Christians in Pakistan
There has been a series of protest inside and outside of Pakistan over the country's strict blasphemy laws and human rights groups say a number of Christians convicted under the law have been murdered by extremists.
In the most recent case that is causing a storm of controversy, Qumar David, a man who had received a life sentence for blasphemy in Pakistan, has died in prison. According to an AsiaNews report, he had been sentenced in February 2010 after being accused by business rivals of making insulting remarks about the Prophet Muhammad.
Officials say he had been complaining of chest pains shortly before his death on Tuesday. A senior prison official has announced that David' death was caused by a heart attack.
Despite the official statement, David’s lawyer, Pervey Chaudhry, says he is "100 percent" sure that it was murder but was unable to offer evidence. Perez told the BBC that his client had been "in perfect condition" the last time he saw him. "I have spoken to the family and we don't believe he died a natural death."
Prison official Ghulam Qadir Thebo, however, has said that prison doctors have ruled out murder. David's body has been sent to a hospital and an autopsy is planned to be carried out in the presence of his family members.
Human rights activists are demanding an investigation regarding the circumstances of his death. They believe David was repeatedly abused in jail.
The Catholic archbishop of Islamabad, Rufin Anthony, told Germany's Catholic News Agency, KNA, that David had been convicted through "false accusations". He is fighting to abolish the blasphemy law and says that the government’s hands are "tainted with blood."
Christian mom sentenced to death
A further controversial case involves Asia Bibi, a Christian mother who received the death sentence last year for blasphemy for supposedly making derogatory comments about the Prophet Muhammad.
Before and after her trial, she received support from two strong advocates against Pakistan’s blasphemy law, Pakistan's Governor of the province of Punjab, Salmaan Taseer, and Minister of Minority, Shahbaz Bhatti. The prominent politicians strongly opposed the law and were fighting for her release. They have both recently been assassinated.
Furthermore, a pro-Taliban Islamist cleric offered a reward of around 5,000 euros in to anyone willing to kill Bibi in jail.
A spokesman of the London office of the Pakistani human rights organization Masihi Foundation Asia said Bibi now fears for her life. Her lawyers, who work for Masihi, are also worried that Bibi might be next on the murder list of Islamic fundamentalists.
Masihi spokesman added that fundamentalists regard helping the victims of the blasphemy law as an act of blasphemy itself. For that reason employees and lawyers of the organization have ceased to make public appearances. "Our team is in danger. We are representing Asia Bibi," said the spokesman. "Therefore we are an easy target to attack."
"Anti-Christian foreign policy"
Meanwhile Cardinal Keith O'Brien of the Roman Catholic Church of Scotland has criticized the British government’s plan to increase aid to Pakistan without demanding a pledge for religious freedom in the Asian nation. The British government recently announced that aid to Pakistan would be doubled to more than 500 million euros.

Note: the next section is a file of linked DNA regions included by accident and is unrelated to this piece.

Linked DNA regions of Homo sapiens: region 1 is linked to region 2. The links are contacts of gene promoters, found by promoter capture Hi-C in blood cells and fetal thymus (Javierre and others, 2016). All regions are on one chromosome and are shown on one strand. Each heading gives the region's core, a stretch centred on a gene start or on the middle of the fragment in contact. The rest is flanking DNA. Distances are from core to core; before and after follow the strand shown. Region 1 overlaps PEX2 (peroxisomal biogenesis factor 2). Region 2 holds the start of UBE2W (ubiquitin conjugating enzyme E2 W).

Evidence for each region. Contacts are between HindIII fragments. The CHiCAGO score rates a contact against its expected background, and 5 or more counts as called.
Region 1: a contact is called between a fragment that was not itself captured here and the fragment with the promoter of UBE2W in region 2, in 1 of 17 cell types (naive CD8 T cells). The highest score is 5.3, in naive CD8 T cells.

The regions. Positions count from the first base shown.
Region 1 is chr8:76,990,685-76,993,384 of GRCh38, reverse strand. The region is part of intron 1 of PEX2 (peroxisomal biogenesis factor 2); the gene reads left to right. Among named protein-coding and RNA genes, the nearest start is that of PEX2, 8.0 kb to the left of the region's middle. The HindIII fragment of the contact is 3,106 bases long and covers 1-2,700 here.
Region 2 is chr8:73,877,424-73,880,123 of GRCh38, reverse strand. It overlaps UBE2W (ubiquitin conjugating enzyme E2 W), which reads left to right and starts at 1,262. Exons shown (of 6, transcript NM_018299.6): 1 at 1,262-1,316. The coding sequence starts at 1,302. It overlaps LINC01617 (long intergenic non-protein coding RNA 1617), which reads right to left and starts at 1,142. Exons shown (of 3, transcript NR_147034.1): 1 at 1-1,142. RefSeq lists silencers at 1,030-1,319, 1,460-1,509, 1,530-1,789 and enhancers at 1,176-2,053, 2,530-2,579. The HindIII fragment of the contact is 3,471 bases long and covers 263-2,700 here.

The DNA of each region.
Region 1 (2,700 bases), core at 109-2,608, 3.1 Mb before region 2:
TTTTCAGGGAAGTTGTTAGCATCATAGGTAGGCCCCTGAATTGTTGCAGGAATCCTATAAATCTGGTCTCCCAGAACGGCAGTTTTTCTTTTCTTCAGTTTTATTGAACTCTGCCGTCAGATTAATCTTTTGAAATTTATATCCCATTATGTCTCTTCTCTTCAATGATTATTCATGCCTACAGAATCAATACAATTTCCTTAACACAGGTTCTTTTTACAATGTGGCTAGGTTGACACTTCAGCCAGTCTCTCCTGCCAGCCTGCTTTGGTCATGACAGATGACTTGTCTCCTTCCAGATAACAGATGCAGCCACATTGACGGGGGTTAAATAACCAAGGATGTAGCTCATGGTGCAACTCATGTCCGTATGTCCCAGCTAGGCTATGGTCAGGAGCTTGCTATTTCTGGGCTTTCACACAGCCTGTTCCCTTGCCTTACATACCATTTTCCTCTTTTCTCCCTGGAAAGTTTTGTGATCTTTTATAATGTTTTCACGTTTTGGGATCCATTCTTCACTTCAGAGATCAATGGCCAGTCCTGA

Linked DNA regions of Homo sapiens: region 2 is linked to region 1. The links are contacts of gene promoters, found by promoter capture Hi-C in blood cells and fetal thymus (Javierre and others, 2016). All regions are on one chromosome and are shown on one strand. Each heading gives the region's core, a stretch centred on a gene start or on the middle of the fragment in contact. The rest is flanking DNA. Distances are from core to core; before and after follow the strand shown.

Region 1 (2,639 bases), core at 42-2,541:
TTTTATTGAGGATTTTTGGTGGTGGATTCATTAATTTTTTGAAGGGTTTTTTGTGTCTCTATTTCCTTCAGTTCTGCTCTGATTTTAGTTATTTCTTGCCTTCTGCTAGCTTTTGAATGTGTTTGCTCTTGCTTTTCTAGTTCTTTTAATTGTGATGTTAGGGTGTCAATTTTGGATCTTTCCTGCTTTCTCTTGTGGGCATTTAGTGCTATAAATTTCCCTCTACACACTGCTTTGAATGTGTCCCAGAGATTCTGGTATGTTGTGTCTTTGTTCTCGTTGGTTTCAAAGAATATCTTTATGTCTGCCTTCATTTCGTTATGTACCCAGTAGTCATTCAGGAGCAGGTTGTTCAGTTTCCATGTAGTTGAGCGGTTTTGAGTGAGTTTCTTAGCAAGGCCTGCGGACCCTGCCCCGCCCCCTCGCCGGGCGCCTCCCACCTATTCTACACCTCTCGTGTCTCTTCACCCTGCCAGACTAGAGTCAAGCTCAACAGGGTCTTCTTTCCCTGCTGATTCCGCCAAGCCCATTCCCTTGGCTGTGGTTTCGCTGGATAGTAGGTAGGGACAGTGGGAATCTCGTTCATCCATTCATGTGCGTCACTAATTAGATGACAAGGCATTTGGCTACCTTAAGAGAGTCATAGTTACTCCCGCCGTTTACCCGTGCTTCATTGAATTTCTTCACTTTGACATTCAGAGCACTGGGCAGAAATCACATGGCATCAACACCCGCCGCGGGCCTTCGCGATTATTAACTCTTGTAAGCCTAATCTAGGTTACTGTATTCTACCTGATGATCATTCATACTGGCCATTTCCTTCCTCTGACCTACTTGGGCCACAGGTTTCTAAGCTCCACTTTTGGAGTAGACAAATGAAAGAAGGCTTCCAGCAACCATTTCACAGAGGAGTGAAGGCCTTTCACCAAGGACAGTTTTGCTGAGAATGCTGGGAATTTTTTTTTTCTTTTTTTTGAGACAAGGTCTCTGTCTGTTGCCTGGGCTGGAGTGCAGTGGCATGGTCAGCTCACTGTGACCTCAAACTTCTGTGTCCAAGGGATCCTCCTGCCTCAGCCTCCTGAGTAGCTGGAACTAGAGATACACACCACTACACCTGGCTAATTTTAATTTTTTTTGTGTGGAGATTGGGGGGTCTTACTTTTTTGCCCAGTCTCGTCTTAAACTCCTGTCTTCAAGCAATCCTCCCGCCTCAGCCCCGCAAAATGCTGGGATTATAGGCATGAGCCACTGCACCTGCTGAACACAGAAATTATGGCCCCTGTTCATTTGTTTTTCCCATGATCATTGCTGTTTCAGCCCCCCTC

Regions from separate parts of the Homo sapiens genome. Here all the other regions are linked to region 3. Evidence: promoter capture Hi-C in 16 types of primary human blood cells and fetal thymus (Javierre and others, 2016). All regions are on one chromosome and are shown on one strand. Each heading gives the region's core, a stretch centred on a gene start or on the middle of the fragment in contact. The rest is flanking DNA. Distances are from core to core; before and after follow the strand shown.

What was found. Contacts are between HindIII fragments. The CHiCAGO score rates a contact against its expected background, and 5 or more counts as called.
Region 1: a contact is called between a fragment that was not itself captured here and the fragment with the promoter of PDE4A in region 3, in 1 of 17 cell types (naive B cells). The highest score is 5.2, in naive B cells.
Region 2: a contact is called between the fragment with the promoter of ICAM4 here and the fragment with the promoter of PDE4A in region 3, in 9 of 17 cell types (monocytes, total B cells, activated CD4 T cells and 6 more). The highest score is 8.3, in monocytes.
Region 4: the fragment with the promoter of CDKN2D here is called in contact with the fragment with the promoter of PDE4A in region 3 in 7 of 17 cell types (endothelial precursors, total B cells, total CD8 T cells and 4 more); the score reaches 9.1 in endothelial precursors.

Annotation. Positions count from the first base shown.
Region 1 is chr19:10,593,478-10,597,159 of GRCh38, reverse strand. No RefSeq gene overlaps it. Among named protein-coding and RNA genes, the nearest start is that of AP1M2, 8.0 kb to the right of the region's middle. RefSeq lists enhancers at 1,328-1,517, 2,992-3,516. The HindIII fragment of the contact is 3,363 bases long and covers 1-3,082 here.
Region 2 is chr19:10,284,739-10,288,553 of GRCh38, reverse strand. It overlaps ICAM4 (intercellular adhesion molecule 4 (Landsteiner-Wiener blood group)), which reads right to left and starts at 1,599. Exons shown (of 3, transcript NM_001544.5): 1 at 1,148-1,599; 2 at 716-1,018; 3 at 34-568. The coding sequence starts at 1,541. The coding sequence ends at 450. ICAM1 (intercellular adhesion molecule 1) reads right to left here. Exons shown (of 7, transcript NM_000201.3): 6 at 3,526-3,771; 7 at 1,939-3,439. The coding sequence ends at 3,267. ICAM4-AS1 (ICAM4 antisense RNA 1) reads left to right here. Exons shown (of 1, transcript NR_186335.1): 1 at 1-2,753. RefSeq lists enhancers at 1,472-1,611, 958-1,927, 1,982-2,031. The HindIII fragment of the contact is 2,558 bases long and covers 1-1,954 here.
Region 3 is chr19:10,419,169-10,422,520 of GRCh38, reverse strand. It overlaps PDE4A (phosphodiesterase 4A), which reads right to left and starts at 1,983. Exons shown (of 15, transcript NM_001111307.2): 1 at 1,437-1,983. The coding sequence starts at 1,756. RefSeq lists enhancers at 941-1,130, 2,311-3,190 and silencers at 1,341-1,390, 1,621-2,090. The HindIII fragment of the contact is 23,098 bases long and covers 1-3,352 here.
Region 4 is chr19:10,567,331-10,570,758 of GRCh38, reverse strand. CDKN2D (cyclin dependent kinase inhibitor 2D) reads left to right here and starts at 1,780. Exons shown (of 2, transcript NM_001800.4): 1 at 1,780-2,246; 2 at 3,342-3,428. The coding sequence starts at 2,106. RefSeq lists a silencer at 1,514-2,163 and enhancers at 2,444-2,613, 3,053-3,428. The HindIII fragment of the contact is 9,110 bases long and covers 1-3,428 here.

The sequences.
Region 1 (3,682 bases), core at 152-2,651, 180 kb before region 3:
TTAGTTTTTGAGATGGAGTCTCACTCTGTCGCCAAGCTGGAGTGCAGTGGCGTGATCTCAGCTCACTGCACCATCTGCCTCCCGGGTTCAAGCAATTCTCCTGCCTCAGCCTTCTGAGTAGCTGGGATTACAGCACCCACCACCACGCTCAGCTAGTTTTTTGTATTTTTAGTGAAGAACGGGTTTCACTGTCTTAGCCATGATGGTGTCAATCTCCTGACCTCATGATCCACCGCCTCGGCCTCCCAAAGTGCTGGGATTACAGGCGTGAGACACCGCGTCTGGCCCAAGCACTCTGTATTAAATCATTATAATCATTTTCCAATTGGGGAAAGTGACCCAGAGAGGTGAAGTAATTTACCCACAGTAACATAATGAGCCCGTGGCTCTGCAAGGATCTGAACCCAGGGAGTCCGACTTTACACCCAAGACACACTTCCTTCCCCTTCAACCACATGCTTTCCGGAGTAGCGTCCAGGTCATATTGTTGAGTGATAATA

O'Brien urges the British Foreign Secretary William Hague to obtain guarantees from foreign governments before they are given aid. "To increase aid to the Pakistan government when religious freedom is not upheld and those who speak up for religious freedom are gunned down is tantamount to an anti-Christian foreign policy," O'Brien said at the launch of a report into Christian persecution by Catholic group 'Aid to the Church in Need'.
He also added that pressure should now be put on the government of Pakistan and the Arab world to ensure that religious freedom is advocated, saying, "the provision of aid must require a commitment to human rights."
Religious freedom a key issue
Britain's Junior Foreign Minister, Alistair Burt, responded to the criticism by pointing to efforts made by Britain's government to improve religious freedoms. "We share the cardinal's concern about the plight of Christians facing persecution," he said, adding that the effective promotion of human rights, including freedom of religion, is at the heart of the foreign policy of the British government.
A new human rights advisory group, which was set up by Foreign Secretary Hague, has pinpointed religious freedom as one of its key issues. Burt explained, "It is vital that Pakistan guarantees the rights of all citizens, regardless of their faith or ethnicity."
Under the Pakistani blasphemy law, making insulting comments, whether written or spoken, direct or indirect, of Islam and the Prophet Muhammad is a crime and can be punished with the death penalty.
Christians, who make up four percent of Pakistan's population, have been especially concerned about the law, which offers them no protection. Liberal Pakistanis and human rights activists are also against the law, saying that it discriminates against the country's minority and encourages extremism. The government has said it had no intention of amending the law, as it is under intense pressure from religious parties who warn against any attempt to change it.
Many people have been convicted under the blasphemy law, but so far the death sentence has never been carried out by the state. Angry fundamentalists are, however, known to have killed many people accused of blasphemy.
Author: Anggatira Gollmer (kna, afp, Reuters)
Editor: Sarah Berning